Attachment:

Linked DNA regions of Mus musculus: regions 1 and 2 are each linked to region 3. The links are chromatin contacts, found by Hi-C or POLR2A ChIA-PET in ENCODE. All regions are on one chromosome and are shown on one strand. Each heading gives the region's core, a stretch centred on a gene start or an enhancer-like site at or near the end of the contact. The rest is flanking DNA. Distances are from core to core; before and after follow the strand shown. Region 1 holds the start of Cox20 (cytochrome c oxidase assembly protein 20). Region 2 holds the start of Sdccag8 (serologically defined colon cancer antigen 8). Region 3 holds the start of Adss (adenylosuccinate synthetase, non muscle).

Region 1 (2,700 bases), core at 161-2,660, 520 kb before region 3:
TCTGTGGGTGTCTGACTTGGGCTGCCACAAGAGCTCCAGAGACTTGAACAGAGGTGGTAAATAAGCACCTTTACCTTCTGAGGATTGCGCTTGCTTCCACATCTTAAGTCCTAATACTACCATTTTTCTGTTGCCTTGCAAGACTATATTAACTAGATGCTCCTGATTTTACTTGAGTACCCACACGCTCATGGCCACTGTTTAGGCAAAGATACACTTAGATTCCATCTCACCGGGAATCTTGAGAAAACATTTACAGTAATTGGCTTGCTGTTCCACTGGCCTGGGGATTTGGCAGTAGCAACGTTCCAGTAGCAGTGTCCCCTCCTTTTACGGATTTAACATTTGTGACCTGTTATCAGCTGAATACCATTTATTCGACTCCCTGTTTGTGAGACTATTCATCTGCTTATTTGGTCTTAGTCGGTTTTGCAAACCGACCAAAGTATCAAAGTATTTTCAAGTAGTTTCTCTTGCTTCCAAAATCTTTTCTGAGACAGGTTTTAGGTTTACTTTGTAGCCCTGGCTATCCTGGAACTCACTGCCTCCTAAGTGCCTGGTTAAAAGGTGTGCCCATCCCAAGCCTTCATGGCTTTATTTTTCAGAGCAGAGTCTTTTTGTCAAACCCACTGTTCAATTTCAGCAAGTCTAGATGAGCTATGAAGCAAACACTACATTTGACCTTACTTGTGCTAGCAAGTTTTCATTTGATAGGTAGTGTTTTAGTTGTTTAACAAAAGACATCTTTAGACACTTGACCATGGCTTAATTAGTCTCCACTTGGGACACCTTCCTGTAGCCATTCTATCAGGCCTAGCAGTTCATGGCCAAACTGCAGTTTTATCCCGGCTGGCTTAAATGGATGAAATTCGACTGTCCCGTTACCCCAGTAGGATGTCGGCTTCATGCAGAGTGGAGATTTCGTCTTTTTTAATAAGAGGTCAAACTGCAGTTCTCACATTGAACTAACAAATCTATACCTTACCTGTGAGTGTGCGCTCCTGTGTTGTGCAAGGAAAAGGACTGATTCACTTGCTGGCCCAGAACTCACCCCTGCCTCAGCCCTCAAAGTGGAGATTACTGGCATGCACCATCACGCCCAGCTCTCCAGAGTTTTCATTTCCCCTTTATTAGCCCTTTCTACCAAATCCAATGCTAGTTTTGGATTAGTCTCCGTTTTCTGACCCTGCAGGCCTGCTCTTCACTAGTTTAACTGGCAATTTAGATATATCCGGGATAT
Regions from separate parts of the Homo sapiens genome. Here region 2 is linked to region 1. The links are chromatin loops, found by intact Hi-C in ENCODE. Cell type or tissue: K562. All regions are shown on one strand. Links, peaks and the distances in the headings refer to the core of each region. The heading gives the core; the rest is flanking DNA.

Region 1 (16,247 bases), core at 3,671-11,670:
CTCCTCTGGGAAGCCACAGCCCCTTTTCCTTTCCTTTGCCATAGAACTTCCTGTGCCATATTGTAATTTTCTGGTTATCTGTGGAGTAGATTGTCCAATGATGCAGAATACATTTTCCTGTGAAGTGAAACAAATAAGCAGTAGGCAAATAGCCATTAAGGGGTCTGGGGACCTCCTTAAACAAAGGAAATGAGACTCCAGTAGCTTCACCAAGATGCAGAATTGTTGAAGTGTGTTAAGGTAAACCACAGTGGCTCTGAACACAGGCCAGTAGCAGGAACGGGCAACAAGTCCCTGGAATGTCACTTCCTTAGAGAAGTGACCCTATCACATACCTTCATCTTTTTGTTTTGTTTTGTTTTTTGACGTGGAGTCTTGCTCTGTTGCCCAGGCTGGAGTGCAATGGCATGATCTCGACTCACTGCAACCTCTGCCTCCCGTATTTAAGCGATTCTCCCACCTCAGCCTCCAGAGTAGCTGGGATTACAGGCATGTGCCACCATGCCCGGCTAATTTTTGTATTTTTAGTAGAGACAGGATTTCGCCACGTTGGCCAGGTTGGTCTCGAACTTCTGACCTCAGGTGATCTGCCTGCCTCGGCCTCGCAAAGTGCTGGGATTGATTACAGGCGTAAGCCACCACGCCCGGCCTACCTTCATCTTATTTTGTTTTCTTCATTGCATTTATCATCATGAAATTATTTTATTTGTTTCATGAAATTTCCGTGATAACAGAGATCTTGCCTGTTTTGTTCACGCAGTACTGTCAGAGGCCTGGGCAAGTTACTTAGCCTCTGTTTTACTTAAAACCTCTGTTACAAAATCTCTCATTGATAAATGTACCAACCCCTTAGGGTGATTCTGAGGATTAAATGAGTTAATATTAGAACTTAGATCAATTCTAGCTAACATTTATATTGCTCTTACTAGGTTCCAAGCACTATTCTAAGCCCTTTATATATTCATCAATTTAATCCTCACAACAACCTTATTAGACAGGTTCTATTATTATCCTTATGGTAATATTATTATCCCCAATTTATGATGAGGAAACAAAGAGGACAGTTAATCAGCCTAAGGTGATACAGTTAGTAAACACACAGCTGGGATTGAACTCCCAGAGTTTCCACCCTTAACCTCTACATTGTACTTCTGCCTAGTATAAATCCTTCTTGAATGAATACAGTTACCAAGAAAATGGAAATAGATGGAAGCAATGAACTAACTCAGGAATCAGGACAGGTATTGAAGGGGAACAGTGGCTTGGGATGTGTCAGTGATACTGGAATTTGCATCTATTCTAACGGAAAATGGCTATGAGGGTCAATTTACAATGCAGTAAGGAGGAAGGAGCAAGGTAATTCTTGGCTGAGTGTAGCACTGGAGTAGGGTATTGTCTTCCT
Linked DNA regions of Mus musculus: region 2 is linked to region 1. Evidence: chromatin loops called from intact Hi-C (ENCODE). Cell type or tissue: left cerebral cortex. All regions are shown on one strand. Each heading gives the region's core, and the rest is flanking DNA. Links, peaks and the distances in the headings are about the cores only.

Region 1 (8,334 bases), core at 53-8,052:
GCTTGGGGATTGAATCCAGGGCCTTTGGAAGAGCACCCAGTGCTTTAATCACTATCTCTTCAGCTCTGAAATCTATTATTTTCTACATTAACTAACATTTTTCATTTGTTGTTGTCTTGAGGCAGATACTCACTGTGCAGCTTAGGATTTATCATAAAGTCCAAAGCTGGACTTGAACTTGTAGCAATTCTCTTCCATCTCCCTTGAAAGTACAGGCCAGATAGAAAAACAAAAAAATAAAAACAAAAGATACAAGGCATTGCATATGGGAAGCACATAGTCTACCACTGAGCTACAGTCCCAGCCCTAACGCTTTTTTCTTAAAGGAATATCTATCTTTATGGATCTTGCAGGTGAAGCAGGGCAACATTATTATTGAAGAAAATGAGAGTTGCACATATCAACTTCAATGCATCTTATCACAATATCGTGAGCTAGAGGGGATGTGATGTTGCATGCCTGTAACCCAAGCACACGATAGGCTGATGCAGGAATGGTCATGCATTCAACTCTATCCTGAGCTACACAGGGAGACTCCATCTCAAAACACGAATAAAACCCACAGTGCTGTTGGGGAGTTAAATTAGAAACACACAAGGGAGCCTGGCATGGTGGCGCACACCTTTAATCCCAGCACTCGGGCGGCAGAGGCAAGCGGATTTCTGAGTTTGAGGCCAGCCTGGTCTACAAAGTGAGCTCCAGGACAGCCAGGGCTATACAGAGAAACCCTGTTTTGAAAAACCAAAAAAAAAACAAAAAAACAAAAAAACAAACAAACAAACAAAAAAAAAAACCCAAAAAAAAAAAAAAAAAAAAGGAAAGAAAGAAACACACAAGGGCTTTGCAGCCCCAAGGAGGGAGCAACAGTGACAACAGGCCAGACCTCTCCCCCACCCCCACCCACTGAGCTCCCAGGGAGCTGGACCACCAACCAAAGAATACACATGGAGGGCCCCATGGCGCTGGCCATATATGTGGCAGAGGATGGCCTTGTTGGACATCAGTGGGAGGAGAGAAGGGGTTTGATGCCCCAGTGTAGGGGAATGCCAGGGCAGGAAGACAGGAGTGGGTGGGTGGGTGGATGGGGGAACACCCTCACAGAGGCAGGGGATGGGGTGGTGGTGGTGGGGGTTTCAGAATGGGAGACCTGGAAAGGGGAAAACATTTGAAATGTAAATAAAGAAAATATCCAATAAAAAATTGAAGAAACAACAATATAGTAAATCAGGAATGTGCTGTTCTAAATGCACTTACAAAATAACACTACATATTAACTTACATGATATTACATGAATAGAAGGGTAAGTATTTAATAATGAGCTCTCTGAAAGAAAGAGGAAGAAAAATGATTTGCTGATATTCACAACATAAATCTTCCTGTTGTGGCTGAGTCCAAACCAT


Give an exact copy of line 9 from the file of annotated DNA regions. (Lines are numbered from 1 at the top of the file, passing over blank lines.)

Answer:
GCTTGGGGATTGAATCCAGGGCCTTTGGAAGAGCACCCAGTGCTTTAATCACTATCTCTTCAGCTCTGAAATCTATTATTTTCTACATTAACTAACATTTTTCATTTGTTGTTGTCTTGAGGCAGATACTCACTGTGCAGCTTAGGATTTATCATAAAGTCCAAAGCTGGACTTGAACTTGTAGCAATTCTCTTCCATCTCCCTTGAAAGTACAGGCCAGATAGAAAAACAAAAAAATAAAAACAAAAGATACAAGGCATTGCATATGGGAAGCACATAGTCTACCACTGAGCTACAGTCCCAGCCCTAACGCTTTTTTCTTAAAGGAATATCTATCTTTATGGATCTTGCAGGTGAAGCAGGGCAACATTATTATTGAAGAAAATGAGAGTTGCACATATCAACTTCAATGCATCTTATCACAATATCGTGAGCTAGAGGGGATGTGATGTTGCATGCCTGTAACCCAAGCACACGATAGGCTGATGCAGGAATGGTCATGCATTCAACTCTATCCTGAGCTACACAGGGAGACTCCATCTCAAAACACGAATAAAACCCACAGTGCTGTTGGGGAGTTAAATTAGAAACACACAAGGGAGCCTGGCATGGTGGCGCACACCTTTAATCCCAGCACTCGGGCGGCAGAGGCAAGCGGATTTCTGAGTTTGAGGCCAGCCTGGTCTACAAAGTGAGCTCCAGGACAGCCAGGGCTATACAGAGAAACCCTGTTTTGAAAAACCAAAAAAAAAACAAAAAAACAAAAAAACAAACAAACAAACAAAAAAAAAAACCCAAAAAAAAAAAAAAAAAAAAGGAAAGAAAGAAACACACAAGGGCTTTGCAGCCCCAAGGAGGGAGCAACAGTGACAACAGGCCAGACCTCTCCCCCACCCCCACCCACTGAGCTCCCAGGGAGCTGGACCACCAACCAAAGAATACACATGGAGGGCCCCATGGCGCTGGCCATATATGTGGCAGAGGATGGCCTTGTTGGACATCAGTGGGAGGAGAGAAGGGGTTTGATGCCCCAGTGTAGGGGAATGCCAGGGCAGGAAGACAGGAGTGGGTGGGTGGGTGGATGGGGGAACACCCTCACAGAGGCAGGGGATGGGGTGGTGGTGGTGGGGGTTTCAGAATGGGAGACCTGGAAAGGGGAAAACATTTGAAATGTAAATAAAGAAAATATCCAATAAAAAATTGAAGAAACAACAATATAGTAAATCAGGAATGTGCTGTTCTAAATGCACTTACAAAATAACACTACATATTAACTTACATGATATTACATGAATAGAAGGGTAAGTATTTAATAATGAGCTCTCTGAAAGAAAGAGGAAGAAAAATGATTTGCTGATATTCACAACATAAATCTTCCTGTTGTGGCTGAGTCCAAACCAT